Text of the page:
The Story of Alexander and the Knight.
There is another legend of the origin of the cricket which leads us to the cycle of the Alexander legends.
IT IS told that in the time of Alexander there lived a young man who, when he was sixteen years old, was more beautiful than any one had been before him, or after him. The princesses were fighting for him, calling one another as many names as the moon and stars, and each one vowing that hers only he was to be, none other was worthy of him. Still more beautiful was his singing, for when you heard him your mind stopped still, so sweet was his voice. Even the mothers of the maidens fell in love with him. And grey-haired old kings with long, white beards and bushy eyebrows, would lift their brows to see him, who was as beautiful as a wonder and dear as a ball of gold. But whilst everyone liked him, Alexander could not suffer him. He must hate him, for though Alexander was the mightiest emperor of the world, yet none could please him, no not one even of those princesses. For this reason there grew up an enmity between them, which became so strong that even the sun, which used at that time to walk about on the earth, could not make peace between them. Alexander might perhaps have made peace, but he would do so only on the condition that the other would not make love to his own favourite.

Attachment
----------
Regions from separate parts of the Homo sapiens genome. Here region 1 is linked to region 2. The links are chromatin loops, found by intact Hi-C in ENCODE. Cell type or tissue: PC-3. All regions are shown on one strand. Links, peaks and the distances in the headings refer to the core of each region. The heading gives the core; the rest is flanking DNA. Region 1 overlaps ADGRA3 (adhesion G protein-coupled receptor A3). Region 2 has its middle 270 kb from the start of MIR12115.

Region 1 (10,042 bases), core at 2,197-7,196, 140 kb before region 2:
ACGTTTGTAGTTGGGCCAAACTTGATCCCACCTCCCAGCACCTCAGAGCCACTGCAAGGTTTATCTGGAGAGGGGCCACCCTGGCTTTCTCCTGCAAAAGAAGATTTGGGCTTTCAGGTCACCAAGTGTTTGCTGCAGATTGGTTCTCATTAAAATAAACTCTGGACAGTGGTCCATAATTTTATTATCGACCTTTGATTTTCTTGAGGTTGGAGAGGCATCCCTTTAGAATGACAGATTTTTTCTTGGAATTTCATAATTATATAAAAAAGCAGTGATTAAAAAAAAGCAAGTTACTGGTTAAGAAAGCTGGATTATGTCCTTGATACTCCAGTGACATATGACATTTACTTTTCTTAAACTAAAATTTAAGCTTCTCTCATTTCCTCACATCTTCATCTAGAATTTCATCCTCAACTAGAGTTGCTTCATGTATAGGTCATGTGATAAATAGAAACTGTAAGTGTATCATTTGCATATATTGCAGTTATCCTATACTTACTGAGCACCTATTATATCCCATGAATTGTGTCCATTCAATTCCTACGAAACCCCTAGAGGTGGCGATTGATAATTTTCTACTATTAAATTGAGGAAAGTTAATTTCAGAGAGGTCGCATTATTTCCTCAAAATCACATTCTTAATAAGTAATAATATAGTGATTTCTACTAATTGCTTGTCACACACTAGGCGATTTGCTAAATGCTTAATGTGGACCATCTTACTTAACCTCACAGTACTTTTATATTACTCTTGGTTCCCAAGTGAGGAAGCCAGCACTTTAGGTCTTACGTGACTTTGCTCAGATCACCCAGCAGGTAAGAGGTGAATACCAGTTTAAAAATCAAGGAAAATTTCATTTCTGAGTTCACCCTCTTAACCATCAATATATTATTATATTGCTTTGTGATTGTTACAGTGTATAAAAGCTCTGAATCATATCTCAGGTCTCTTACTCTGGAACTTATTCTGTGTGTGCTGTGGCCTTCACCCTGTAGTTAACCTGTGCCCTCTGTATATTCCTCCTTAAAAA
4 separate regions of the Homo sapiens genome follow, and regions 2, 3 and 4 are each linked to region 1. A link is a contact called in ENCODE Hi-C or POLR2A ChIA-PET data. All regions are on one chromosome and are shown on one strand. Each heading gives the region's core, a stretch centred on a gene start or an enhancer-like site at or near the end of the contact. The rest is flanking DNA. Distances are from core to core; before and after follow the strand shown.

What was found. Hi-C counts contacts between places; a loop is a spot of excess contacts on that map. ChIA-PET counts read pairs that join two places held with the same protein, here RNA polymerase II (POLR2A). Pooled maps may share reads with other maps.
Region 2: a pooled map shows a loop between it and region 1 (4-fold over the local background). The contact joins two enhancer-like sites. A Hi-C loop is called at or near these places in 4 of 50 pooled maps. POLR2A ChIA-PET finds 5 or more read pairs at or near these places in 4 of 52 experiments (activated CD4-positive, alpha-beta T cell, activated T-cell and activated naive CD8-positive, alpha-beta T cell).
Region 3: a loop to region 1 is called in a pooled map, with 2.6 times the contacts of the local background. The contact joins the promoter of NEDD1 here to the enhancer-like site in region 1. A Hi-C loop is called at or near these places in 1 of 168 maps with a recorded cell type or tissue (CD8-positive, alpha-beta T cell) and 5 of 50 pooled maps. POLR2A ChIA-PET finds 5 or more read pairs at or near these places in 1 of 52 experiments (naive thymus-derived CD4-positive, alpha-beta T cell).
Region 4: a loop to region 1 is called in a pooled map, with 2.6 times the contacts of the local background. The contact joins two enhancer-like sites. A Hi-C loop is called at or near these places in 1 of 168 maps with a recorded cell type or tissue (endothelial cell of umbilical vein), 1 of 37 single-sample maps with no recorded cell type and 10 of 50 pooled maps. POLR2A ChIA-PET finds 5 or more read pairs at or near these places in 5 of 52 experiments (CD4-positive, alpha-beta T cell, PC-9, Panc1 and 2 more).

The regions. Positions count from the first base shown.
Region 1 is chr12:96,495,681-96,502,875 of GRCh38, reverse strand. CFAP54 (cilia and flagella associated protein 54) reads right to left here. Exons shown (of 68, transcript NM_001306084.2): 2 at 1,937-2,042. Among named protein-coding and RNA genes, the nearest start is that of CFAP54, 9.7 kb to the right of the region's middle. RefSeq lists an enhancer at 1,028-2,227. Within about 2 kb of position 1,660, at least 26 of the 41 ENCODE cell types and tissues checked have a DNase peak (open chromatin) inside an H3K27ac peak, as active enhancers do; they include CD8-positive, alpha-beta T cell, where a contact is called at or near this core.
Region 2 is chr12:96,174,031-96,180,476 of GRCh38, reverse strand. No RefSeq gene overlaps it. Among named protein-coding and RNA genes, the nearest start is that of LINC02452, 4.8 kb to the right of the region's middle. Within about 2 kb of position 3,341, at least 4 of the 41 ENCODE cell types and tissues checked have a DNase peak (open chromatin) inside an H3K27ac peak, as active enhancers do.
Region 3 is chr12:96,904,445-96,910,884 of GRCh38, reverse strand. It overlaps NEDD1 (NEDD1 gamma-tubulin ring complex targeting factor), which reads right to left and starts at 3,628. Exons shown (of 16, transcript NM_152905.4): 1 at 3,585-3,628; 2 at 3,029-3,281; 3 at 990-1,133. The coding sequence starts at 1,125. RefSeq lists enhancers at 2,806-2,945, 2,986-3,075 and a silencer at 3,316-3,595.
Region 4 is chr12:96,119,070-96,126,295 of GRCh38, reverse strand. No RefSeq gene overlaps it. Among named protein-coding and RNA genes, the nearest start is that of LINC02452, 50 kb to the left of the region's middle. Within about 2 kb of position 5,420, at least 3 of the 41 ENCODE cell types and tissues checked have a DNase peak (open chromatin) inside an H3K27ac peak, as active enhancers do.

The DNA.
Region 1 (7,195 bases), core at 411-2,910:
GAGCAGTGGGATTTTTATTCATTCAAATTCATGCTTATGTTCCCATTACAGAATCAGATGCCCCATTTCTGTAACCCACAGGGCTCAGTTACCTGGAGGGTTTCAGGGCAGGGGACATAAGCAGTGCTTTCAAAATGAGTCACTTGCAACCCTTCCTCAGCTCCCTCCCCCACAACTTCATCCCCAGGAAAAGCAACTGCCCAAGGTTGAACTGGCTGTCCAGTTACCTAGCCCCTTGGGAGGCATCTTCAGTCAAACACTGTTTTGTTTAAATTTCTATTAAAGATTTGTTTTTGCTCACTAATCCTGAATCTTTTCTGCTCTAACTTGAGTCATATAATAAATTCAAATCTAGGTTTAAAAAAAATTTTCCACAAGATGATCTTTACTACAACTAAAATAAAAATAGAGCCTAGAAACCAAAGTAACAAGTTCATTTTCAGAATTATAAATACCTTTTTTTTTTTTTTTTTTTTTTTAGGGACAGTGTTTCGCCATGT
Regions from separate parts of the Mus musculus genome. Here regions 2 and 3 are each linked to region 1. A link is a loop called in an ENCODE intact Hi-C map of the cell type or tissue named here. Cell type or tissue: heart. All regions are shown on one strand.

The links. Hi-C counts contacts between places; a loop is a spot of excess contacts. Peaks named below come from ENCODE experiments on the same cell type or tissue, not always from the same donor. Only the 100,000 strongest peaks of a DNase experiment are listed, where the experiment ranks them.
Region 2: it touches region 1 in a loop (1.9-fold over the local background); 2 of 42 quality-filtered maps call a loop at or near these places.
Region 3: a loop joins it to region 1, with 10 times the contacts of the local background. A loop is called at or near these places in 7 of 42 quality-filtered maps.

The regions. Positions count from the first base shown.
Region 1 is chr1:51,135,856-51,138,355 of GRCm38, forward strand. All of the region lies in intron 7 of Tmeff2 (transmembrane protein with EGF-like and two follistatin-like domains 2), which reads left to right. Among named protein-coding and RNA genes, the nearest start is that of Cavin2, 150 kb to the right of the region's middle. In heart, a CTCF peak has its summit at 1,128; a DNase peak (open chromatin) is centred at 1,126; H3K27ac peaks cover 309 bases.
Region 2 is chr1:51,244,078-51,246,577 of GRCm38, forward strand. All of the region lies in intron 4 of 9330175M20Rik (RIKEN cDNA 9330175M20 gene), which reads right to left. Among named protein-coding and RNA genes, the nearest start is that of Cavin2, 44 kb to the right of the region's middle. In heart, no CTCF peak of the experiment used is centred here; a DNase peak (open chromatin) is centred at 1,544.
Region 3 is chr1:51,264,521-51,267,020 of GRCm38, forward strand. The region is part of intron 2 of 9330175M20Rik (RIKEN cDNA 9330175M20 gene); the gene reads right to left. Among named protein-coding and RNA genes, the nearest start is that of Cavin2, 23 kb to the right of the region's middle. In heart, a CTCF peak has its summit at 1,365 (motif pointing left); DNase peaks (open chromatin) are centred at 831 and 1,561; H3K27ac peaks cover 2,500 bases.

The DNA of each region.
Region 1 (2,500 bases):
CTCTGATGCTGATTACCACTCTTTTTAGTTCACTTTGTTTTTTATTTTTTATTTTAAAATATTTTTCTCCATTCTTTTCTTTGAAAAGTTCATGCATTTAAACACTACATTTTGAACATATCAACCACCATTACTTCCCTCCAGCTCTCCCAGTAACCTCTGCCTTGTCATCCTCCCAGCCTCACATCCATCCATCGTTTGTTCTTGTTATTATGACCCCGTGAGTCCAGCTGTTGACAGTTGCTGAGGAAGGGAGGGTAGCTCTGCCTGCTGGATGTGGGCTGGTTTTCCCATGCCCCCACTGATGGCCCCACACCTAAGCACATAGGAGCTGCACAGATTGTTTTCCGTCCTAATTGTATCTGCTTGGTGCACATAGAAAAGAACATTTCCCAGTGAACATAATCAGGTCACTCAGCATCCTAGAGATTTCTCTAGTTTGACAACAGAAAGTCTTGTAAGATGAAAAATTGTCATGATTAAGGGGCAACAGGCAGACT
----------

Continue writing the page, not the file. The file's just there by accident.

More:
But the young knight would not hear of any conditions, and in order to spite him still more, he went more often than before to Alexander's favourite wife, and sang to her as much as he could. When the sun told how insolent he was, Alexander turned on him and drove him out of the house. The sun chased him and burned him, so that from the white that he was he turned as black as a coal, and from the big and tall man that he was he shrivelled up and became as small as a hazelnut, and hid himself away under the hearth of a poor woman's house, from which he squeaked "Griji, Griji ( = take care) that the sun does not catch me." When the sun heard it, he said, "Now thou shalt always live here where thou art, and hungry and thirsty shalt thou cry Griji, Griji without stopping." When the beautiful maidens heard what had happened, they became very angry, and then, turning into ants, they brought food to the poor cricket. To this very day they bring him food, so that he may not die of hunger.